Sustainable pace

Work. Rest. Connect. Be active. Take notice. Keep learning. Give.

February 29th, 2012

What is sustainable pace?

Sustainable Pace is an essential part of both Extreme Programming and the Agile Manifesto. In contrast to aspects like Test-Driven Development or Continuous Integration, Sustainable Pace is less known, less formalized, and thus is often perceived as fuzzy or diffuse.

Origins

The concept behind Sustainable Pace had been discussed in the aftermath of the creation of the Agile Manifesto in 2001. The foundation had been established by XP guru Kent Beck in the first edition of "Extreme Programming Explained" (1999), where he suggested working no more than 40 hours a week, and never working overtime a second week in a row. With the "Eight Hour Burn", software craftsman Robert C. Martin focused more on the energy aspect than on time alone, which led Ron Jeffries to call the practice "Sustainable Pace", and not "40 Hour Week".

Finally, one of the principles behind the Agile Manifesto was dedicated to "Sustainable Pace", which can be regarded as the most widely accepted definition:

Agile processes promote sustainable development. The sponsors, developers, and users should be able to maintain a constant pace indefinitely.

Later that year, Alistair Cockburn noted the manifesto authors were motivated to discuss Sustainable Pace both because of the project effectiveness and the social responsibility side, with a strong focus on the former.

Effectiveness

Back in the 1920s, Henry Ford proved that productivity is not increased by work time, he found he made the largest profits with labourers working 40 hour weeks. It's interesting to note that most laws, like the EU working time directive (work no longer than 48 hours per week), are not only influenced by social responsibility, but rather productivity concerns. However, as a german study from 2011 suggests, still one in six university graduates works longer than 48 hours.

What happens if software development occurs during overtime? Several studies show a productivity boost in the first week of overtime, with productivity decreasing rapidly and ultimately falling below the productivity level of the 40 hour standard. During overtime, people fail to notice a drop in their cognitive abilities, resulting in mistakes and finally quality degradation. The difference in quality is referred to as "technical debt". Martin Fowler translated the metaphor to software development,

Just as a business incurs some debt to take advantage of a market opportunity developers may incur technical debt to hit an important deadline.

and Ward Cunningham, who coined the debt metaphor in 1992, elaborated

Every minute spent on not-quite-right code counts as interest on that debt

In system theory, the accumulation of technical debt due to overtime could be described by the "shifting the burden" archetype.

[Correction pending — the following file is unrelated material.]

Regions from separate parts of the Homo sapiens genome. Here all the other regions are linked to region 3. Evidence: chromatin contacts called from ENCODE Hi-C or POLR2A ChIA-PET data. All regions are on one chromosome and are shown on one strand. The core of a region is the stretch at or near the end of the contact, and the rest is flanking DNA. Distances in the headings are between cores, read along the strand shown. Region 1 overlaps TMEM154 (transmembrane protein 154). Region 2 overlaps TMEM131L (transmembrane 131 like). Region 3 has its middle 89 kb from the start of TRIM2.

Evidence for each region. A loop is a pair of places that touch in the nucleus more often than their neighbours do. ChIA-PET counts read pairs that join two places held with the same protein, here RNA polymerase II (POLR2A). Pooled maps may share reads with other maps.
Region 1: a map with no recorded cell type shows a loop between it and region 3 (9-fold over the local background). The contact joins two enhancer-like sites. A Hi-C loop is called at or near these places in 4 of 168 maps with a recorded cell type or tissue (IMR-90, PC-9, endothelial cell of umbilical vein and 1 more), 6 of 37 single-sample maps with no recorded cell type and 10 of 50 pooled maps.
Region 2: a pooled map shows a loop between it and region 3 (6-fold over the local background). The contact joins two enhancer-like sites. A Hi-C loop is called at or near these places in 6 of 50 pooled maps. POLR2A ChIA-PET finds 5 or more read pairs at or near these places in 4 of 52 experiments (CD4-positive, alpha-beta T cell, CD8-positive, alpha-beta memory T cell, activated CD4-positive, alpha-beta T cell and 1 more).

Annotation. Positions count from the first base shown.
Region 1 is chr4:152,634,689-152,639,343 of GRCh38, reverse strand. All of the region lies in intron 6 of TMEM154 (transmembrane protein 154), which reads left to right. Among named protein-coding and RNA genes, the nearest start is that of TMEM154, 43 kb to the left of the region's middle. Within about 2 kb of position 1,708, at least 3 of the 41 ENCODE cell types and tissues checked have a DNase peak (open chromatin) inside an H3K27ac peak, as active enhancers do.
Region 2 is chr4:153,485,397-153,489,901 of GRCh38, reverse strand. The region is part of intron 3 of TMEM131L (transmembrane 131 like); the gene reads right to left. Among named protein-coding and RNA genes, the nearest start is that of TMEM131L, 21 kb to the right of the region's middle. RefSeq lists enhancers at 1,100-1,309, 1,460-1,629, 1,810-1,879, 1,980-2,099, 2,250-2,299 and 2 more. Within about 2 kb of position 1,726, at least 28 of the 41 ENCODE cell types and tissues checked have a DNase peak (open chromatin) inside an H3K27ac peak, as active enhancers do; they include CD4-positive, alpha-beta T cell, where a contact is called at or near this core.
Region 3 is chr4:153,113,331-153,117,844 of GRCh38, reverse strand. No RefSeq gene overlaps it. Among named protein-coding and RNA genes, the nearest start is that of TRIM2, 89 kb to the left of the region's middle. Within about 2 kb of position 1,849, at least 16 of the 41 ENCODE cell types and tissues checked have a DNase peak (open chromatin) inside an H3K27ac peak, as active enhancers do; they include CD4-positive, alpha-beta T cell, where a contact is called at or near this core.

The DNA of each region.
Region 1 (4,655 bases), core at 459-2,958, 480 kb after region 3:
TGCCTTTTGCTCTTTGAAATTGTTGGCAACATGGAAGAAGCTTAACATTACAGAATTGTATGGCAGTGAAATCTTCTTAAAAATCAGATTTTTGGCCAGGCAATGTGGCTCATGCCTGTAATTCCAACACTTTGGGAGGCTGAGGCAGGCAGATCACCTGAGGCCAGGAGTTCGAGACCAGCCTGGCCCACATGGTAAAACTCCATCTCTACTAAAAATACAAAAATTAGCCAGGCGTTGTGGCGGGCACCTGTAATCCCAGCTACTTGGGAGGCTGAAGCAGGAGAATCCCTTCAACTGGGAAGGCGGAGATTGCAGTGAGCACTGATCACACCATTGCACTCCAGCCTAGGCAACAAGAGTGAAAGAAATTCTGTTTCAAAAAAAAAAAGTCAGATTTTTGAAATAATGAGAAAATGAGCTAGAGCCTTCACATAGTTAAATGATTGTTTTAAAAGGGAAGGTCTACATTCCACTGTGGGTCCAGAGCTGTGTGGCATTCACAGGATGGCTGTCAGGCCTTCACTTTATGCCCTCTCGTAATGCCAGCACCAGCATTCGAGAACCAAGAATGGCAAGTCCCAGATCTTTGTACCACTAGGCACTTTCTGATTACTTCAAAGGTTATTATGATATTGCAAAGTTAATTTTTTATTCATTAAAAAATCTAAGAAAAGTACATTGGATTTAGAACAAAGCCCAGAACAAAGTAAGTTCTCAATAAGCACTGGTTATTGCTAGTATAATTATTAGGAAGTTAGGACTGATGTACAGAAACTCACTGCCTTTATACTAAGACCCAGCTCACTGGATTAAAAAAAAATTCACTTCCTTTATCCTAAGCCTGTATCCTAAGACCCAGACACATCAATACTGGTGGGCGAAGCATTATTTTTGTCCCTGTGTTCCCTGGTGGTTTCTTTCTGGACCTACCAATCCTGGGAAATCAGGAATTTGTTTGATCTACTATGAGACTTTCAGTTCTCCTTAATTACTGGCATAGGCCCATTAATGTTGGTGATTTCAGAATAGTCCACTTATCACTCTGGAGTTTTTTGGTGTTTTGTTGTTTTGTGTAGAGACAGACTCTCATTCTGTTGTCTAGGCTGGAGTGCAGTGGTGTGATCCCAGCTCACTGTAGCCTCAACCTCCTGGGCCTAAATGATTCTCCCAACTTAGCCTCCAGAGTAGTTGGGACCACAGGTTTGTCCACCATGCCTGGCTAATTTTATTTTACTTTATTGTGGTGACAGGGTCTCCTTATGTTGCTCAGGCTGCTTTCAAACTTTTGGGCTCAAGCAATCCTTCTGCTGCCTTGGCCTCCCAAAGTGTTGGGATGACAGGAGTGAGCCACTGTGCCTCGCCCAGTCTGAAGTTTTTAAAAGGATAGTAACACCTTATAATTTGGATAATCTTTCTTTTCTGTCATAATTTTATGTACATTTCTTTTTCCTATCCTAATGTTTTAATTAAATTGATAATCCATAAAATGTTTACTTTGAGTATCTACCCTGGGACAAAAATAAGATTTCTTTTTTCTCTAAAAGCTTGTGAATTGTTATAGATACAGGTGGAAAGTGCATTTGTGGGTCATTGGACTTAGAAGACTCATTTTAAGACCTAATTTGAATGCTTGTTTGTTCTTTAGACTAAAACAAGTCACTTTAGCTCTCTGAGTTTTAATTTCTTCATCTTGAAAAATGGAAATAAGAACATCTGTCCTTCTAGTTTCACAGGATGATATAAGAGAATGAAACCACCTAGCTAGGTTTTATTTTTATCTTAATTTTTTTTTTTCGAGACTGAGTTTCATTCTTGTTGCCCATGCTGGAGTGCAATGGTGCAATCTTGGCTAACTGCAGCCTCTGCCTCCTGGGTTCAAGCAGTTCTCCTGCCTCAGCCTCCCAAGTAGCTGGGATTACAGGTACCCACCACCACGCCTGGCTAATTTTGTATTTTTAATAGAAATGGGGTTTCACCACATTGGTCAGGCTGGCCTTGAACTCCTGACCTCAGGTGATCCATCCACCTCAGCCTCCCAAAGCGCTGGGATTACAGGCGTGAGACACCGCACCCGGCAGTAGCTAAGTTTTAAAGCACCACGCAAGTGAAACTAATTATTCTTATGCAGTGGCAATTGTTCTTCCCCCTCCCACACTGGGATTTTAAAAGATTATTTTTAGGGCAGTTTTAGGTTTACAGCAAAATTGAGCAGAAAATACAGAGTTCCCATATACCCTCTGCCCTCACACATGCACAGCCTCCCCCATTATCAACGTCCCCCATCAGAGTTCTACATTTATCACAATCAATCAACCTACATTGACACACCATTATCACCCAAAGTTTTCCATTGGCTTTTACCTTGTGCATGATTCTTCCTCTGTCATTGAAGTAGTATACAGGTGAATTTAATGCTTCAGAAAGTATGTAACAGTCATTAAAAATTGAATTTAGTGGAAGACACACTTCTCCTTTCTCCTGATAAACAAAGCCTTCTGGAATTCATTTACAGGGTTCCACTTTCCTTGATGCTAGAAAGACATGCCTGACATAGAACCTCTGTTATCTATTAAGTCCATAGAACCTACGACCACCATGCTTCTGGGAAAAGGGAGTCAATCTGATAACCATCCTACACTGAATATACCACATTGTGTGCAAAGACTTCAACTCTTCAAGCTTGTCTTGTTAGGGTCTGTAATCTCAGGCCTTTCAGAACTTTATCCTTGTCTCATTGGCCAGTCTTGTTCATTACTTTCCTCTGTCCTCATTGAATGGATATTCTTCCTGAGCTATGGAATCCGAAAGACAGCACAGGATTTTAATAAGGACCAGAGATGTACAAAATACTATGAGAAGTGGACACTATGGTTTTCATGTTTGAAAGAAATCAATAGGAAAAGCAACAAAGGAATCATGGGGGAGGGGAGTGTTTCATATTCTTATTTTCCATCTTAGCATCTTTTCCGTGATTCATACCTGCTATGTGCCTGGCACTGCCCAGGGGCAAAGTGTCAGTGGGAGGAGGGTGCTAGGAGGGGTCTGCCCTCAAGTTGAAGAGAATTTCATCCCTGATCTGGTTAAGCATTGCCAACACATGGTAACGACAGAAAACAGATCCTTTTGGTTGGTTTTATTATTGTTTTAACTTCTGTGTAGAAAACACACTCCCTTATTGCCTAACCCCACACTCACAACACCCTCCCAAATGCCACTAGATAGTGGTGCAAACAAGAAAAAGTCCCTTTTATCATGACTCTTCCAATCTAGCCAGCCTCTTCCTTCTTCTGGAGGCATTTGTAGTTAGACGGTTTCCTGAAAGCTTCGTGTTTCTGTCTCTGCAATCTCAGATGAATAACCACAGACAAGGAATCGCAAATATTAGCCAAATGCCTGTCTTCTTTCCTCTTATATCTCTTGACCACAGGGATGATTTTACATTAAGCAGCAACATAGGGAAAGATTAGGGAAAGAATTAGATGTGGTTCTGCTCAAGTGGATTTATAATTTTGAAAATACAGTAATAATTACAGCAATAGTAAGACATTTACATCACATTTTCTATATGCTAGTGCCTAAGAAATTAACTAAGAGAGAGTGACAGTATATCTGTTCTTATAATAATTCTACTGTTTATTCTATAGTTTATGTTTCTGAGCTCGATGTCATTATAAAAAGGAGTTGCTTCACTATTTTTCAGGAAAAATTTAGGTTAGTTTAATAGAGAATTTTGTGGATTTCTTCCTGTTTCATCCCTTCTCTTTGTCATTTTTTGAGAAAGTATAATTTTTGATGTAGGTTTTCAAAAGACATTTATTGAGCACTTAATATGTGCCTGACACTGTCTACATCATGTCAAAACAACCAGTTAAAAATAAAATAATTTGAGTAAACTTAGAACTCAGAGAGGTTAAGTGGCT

Sustainable pace

Scheduled overtime, as a main source for technical debt, should be avoided, and if technical debt occurs, it should be addressed as soon as possible, in order to work in a more predictable, more balanced system.

In 2004, Kent Beck revised "Extreme Programming Explained", and replaced the "40 Hour Week" with the concept of "Energized Work":

Work only as many hours as you can be productive and only as many hours as you can sustain.

This change did not go unnoticed, as Software Kanban guru David J. Anderson described his perception of that paradigm shift. Being influenced by the book "The power of full engagement" by sport scientists Loehr and Schwartz, he describes how his view on large scale software development changed, he no longer regarded it as a marathon, but a series of short sprints, where energy is expended vigourously and restored during pauses. He also mentions favouring rituals over self-discipline.

Concepts that combine both the sprint and the ritual aspects are the Pomodoro Technique and Slack.

Work should not happen at a strictly constant pace, but more dynamically by expending energy and restoring it, making use of rituals.

Well-being

Happiness research teaches us that income and happiness only correlate up to a certain point. There must be other aspects beyond financial success that increase happiness. Bruno Frey introduced the term procedural utility, which states that happiness cannot be achieved directly, it is more like a byproduct. In self-organizing teams, like in Scrum, people feel more competent, related and autonomous, which are three main sources of procedural utility. The New Economics Foundation has also dealt with the findings of happiness research, digesting it into the Five ways to well-being.

Summary

Sustainable Pace is not about taking it easy and going slow. It's just the opposite, you should expend energy vigourously, and regain strength by resting. In the long run, make sure you invest your energy wisely, and set your priorities taking into account the findings of happiness research.

As stated in Bronnie Ware's The Five Regrets Of The Dying, having worked too hard is something especially males regret at the end of their lives. We should not work for the purpose of being successful and happy later on, but focus on well-being now. It should be the measure for success and a starting point for meaningful work.

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